It’s Singles’ Day 2018 and I’m behind the scenes with Alibaba in Shanghai. It’s awesome. The numbers are coming in and the GMW is now at 120B RMB (as of 10am Nov 11).
I’m rushing about to events today. But here are my take-aways so far:
Take-Away 1: Chinese consumers are getting more emotional. Their behavior is changing faster than their wealth.
Yes, Singles’ Day is about the rising wealth of Chinese consumers. In particular, the middle class and urban consumers. Everyone knows these numbers.
But Singles’ Day is more about the increasingly emotional behavior of Chinese consumers. Their behavior is changing rapidly and is a world away from what we saw 5-10 years ago.
Chinese consumers are no longer all about getting a good price and saving money. They are shopping for enjoyment and entertainment. To make themselves happy. And to pursue their aspirations in life. Ten years ago, Chinese consumers used to buy air conditioners and sofas based on a good deal (and with little brand loyalty). Now they are buying make-up and fashion based on how it makes them feel.
China’s urban families are rapidly transitioning from “value hunters” to more emotional, aspirational and free-spending consumers.
Singles’ Day is the most visible expression of this rapidly changing behavior. It is a big party. It is shopping and commerce as entertainment. It is an expression of changing aspirations and behavior.
Take-Away 2: Chinese consumers can shake the world.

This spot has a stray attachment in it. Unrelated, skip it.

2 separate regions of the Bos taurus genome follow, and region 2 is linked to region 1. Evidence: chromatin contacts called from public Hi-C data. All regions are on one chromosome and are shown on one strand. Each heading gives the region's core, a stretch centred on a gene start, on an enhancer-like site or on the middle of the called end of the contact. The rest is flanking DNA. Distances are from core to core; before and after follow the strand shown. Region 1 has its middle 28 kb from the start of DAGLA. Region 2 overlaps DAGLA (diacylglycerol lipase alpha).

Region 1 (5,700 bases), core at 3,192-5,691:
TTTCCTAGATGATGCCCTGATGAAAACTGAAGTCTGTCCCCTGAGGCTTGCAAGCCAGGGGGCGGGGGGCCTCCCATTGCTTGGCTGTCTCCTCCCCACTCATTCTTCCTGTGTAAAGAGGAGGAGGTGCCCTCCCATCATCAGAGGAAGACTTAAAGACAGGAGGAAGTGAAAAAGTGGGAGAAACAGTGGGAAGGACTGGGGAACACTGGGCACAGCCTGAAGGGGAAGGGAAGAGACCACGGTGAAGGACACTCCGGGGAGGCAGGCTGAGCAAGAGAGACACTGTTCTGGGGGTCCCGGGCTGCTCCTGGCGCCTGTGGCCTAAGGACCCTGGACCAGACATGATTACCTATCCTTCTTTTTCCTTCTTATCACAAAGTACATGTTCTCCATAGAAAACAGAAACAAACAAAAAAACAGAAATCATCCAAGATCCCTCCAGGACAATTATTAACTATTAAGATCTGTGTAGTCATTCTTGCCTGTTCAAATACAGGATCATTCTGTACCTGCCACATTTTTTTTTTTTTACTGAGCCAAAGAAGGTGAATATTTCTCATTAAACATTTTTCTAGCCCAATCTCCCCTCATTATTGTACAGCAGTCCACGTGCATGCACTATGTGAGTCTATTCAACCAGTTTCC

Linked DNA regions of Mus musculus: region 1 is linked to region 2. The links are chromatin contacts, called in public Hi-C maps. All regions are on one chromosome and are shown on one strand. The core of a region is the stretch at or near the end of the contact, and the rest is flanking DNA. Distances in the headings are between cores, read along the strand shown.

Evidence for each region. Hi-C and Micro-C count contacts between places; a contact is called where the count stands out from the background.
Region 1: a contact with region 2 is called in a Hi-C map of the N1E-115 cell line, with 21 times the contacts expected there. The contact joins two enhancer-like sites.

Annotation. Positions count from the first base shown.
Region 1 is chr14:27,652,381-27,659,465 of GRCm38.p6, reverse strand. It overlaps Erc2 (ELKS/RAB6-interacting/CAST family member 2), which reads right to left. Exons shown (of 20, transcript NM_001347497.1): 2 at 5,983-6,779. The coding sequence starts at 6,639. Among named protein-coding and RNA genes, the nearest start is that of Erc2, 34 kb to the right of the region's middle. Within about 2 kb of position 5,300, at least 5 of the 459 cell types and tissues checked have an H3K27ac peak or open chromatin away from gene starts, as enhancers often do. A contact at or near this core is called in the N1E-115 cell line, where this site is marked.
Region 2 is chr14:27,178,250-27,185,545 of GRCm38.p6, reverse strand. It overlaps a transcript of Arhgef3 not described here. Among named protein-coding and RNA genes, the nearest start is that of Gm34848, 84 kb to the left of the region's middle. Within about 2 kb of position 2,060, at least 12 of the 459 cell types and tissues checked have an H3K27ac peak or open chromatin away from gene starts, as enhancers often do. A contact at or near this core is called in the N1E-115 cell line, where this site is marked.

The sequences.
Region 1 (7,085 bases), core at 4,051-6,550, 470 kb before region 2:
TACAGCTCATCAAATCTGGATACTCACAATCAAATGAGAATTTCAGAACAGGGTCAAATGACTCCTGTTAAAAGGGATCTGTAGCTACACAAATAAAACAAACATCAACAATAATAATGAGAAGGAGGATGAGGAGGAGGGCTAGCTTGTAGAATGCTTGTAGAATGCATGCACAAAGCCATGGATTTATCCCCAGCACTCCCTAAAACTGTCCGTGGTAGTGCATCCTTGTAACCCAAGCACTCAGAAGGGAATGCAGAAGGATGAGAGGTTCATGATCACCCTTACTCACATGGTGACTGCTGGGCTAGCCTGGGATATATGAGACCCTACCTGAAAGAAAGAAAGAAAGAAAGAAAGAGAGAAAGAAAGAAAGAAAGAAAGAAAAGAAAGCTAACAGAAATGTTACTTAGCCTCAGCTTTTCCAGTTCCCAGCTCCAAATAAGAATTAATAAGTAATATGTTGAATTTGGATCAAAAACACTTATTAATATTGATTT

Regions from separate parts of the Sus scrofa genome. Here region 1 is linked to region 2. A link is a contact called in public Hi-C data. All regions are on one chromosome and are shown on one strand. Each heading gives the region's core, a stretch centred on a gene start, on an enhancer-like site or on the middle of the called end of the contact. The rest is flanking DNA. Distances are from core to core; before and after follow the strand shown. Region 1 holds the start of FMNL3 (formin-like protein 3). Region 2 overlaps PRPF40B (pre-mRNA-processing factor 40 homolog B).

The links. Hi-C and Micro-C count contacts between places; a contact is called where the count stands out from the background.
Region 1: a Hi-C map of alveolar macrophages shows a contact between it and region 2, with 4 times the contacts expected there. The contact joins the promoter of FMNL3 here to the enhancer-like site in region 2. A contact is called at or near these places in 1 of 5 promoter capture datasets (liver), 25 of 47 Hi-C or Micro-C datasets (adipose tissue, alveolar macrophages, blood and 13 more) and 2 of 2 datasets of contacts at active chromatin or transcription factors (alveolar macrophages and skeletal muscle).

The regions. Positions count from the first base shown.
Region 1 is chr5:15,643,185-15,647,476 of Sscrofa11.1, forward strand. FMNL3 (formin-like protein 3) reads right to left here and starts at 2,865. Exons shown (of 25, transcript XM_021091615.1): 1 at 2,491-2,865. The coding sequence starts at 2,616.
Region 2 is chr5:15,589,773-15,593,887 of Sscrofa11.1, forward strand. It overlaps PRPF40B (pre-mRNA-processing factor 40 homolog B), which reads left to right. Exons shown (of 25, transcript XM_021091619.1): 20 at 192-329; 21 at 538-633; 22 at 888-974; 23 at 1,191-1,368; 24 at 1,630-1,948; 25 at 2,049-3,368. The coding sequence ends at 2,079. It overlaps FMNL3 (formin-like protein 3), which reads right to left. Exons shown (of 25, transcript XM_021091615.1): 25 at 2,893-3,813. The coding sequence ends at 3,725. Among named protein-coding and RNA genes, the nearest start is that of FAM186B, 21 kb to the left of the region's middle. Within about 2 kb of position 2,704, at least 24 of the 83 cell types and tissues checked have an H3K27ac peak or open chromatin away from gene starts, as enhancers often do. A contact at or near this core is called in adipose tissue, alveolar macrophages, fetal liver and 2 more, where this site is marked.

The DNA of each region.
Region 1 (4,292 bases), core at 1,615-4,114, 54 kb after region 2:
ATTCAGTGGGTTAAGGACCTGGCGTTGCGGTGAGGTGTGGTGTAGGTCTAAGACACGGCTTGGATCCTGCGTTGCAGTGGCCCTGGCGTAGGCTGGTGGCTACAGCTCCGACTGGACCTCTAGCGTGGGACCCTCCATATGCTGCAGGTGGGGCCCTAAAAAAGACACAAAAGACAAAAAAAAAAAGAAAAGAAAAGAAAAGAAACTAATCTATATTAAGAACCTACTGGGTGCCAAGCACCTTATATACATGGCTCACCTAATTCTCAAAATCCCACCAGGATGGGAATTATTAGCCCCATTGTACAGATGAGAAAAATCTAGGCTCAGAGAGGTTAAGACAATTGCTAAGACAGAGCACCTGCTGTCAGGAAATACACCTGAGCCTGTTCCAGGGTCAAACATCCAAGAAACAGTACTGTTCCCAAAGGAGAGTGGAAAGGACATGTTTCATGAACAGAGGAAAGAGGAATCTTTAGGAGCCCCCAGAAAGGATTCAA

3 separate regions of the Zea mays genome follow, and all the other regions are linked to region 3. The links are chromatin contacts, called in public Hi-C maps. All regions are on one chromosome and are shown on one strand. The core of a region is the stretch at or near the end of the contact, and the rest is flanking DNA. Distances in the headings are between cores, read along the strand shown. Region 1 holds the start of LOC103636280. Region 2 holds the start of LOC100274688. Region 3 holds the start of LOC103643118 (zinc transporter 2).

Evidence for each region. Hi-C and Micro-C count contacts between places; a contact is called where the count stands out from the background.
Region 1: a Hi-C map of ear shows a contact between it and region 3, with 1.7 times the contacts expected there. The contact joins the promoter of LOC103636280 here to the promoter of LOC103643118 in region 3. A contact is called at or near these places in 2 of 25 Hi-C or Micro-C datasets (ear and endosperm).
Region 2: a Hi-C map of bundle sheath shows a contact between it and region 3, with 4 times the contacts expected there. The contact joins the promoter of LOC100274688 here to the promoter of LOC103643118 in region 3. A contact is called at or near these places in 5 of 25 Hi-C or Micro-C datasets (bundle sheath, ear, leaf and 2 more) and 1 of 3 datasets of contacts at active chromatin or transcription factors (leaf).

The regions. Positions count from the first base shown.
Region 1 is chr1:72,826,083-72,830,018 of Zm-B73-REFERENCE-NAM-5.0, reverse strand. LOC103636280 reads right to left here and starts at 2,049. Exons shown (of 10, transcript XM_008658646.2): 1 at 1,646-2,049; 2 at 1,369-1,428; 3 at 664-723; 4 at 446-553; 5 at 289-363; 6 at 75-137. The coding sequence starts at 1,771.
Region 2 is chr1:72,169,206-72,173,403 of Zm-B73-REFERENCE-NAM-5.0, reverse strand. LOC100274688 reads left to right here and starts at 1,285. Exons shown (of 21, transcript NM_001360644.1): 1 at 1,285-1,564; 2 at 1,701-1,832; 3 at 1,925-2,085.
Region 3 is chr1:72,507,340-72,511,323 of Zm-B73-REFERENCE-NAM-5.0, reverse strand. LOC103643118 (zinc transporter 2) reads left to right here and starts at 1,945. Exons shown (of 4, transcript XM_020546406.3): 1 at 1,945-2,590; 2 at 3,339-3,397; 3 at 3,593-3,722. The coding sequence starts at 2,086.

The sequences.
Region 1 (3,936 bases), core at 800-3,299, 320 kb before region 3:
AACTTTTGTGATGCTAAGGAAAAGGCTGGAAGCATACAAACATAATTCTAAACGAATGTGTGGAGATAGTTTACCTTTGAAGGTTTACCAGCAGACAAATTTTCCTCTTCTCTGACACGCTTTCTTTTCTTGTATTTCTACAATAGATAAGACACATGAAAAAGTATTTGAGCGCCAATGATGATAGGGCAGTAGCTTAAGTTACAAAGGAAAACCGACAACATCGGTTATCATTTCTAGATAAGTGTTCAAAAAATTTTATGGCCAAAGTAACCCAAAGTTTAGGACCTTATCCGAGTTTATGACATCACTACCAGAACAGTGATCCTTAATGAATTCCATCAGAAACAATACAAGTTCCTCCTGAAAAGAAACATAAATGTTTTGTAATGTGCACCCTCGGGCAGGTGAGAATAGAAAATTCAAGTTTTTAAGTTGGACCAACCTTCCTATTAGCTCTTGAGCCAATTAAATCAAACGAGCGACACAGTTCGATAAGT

There are increasing mechanisms through which Chinese consumers can impact companies and markets around the world. These include e-commerce, tourism, and duty-free (and foreign real estate purchases). So the changing behavior of Chinese consumers is now rippling out into the world. Cross-border e-commerce and Singles’ Day are a powerful version of this. If Chinese consumers start to like avacados (which they do), companies in Mexico now feel this in real-time.
It turns out when Alibaba’s +600M customers all buy on the same day it shakes the world. Last year, 180,000 merchants from around the world participated in Singles’ Day. Of those about 80,000 were international. That number will likely increase this year. I think the interconnections between Chinese consumers and the global economy will continue to grow long-term.
But it’s pretty fun to see this play out in real-time.
Take-Away 3: Trade war? What trade war?
Politics bores me. And it’s totally irrational, which makes my DNA hurt.
But underneath all the discussion of the current US-China trade dispute, there are real economic phenomena happening. Rising and changing Chinese consumers is one of them. And it is here to stay. So that makes me optimistic.
Ok. Off to visit the new Alibaba and Starbucks partnership. And then back to the media center. More details to follow.
Cheers from Shanghai, jeff
I write and speak about digital China and Chinese consumers